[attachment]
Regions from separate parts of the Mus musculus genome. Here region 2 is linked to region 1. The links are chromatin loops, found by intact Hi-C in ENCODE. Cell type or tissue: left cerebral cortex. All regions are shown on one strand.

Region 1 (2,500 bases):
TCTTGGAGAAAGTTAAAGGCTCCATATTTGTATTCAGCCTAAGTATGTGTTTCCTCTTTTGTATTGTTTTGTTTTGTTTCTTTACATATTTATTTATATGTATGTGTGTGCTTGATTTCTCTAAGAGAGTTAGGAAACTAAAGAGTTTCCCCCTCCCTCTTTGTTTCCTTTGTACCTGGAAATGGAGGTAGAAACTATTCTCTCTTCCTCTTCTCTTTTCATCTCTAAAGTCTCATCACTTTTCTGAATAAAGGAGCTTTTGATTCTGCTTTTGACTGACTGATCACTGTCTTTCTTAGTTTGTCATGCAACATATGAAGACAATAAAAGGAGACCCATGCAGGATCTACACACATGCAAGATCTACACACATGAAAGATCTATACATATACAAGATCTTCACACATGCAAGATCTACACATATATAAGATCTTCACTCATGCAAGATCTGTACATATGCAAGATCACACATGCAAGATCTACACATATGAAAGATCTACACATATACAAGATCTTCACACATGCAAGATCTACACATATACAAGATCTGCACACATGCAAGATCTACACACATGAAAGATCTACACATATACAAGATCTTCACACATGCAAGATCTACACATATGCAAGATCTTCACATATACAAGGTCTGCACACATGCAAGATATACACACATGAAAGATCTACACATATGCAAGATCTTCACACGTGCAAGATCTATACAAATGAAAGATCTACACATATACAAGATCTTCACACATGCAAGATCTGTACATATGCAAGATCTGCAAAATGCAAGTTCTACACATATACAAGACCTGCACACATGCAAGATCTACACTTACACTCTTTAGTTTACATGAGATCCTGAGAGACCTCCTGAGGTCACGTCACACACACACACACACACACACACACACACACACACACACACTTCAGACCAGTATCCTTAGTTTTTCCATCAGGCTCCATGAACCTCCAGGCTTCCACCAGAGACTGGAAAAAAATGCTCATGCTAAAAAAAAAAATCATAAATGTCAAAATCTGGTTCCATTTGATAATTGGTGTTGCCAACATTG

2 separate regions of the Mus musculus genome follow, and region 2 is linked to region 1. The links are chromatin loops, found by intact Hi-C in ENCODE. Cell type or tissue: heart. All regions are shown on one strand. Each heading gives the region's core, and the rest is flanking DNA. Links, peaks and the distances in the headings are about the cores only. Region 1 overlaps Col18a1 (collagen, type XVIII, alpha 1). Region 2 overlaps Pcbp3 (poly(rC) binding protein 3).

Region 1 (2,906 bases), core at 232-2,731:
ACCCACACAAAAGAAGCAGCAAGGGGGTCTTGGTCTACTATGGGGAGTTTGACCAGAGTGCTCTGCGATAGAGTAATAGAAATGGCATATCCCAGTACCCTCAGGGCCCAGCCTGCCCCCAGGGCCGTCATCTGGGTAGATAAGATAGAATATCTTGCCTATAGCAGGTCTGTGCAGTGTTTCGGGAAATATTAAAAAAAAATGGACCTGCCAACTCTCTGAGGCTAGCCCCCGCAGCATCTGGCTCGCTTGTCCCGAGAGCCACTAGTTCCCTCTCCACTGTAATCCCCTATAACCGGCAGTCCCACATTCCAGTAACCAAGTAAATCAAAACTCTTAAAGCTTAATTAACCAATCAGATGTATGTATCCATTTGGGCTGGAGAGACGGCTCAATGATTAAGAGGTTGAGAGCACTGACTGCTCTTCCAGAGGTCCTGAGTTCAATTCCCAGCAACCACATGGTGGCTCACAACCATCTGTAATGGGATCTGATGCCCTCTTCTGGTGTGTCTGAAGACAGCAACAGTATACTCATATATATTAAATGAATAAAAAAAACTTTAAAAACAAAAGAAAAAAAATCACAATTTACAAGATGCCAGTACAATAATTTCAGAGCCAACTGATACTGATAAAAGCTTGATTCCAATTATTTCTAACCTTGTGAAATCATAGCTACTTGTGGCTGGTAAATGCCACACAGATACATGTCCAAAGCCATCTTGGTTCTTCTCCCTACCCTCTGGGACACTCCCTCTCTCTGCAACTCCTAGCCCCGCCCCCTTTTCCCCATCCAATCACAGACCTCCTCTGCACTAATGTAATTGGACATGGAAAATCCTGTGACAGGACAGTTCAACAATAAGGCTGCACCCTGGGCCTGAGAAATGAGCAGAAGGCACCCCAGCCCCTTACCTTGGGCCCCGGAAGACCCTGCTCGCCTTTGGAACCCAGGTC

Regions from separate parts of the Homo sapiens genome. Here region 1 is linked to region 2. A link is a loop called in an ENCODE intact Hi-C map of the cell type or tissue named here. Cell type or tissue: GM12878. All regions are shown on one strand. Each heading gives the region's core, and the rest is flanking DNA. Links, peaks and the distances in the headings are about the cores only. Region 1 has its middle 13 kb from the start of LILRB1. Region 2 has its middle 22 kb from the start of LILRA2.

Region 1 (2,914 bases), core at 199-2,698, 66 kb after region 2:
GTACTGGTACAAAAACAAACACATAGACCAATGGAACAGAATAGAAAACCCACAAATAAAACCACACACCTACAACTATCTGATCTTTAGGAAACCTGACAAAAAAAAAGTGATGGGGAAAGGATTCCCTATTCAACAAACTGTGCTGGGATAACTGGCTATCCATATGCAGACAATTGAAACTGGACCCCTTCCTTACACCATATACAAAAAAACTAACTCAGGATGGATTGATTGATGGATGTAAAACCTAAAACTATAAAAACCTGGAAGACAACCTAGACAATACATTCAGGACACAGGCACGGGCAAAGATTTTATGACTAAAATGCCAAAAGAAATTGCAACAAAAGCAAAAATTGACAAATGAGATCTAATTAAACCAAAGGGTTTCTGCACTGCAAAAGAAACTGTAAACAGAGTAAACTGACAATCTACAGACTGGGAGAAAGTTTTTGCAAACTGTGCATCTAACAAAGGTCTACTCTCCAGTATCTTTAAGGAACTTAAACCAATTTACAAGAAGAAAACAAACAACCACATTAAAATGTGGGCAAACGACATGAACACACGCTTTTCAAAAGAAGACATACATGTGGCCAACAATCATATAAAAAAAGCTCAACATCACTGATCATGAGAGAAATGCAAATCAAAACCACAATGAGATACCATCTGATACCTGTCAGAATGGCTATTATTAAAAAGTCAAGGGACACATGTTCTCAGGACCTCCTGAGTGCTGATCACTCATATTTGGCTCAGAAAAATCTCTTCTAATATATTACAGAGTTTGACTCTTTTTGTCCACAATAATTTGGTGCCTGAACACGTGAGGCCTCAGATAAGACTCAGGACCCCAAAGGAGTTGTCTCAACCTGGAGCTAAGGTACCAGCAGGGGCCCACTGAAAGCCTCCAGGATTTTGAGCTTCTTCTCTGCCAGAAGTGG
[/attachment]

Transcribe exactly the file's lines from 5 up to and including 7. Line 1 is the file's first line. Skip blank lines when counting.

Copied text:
Region 1 (2,906 bases), core at 232-2,731:
ACCCACACAAAAGAAGCAGCAAGGGGGTCTTGGTCTACTATGGGGAGTTTGACCAGAGTGCTCTGCGATAGAGTAATAGAAATGGCATATCCCAGTACCCTCAGGGCCCAGCCTGCCCCCAGGGCCGTCATCTGGGTAGATAAGATAGAATATCTTGCCTATAGCAGGTCTGTGCAGTGTTTCGGGAAATATTAAAAAAAAATGGACCTGCCAACTCTCTGAGGCTAGCCCCCGCAGCATCTGGCTCGCTTGTCCCGAGAGCCACTAGTTCCCTCTCCACTGTAATCCCCTATAACCGGCAGTCCCACATTCCAGTAACCAAGTAAATCAAAACTCTTAAAGCTTAATTAACCAATCAGATGTATGTATCCATTTGGGCTGGAGAGACGGCTCAATGATTAAGAGGTTGAGAGCACTGACTGCTCTTCCAGAGGTCCTGAGTTCAATTCCCAGCAACCACATGGTGGCTCACAACCATCTGTAATGGGATCTGATGCCCTCTTCTGGTGTGTCTGAAGACAGCAACAGTATACTCATATATATTAAATGAATAAAAAAAACTTTAAAAACAAAAGAAAAAAAATCACAATTTACAAGATGCCAGTACAATAATTTCAGAGCCAACTGATACTGATAAAAGCTTGATTCCAATTATTTCTAACCTTGTGAAATCATAGCTACTTGTGGCTGGTAAATGCCACACAGATACATGTCCAAAGCCATCTTGGTTCTTCTCCCTACCCTCTGGGACACTCCCTCTCTCTGCAACTCCTAGCCCCGCCCCCTTTTCCCCATCCAATCACAGACCTCCTCTGCACTAATGTAATTGGACATGGAAAATCCTGTGACAGGACAGTTCAACAATAAGGCTGCACCCTGGGCCTGAGAAATGAGCAGAAGGCACCCCAGCCCCTTACCTTGGGCCCCGGAAGACCCTGCTCGCCTTTGGAACCCAGGTC

Regions from separate parts of the Homo sapiens genome. Here region 1 is linked to region 2. A link is a loop called in an ENCODE intact Hi-C map of the cell type or tissue named here. Cell type or tissue: GM12878. All regions are shown on one strand. Each heading gives the region's core, and the rest is flanking DNA. Links, peaks and the distances in the headings are about the cores only. Region 1 has its middle 13 kb from the start of LILRB1. Region 2 has its middle 22 kb from the start of LILRA2.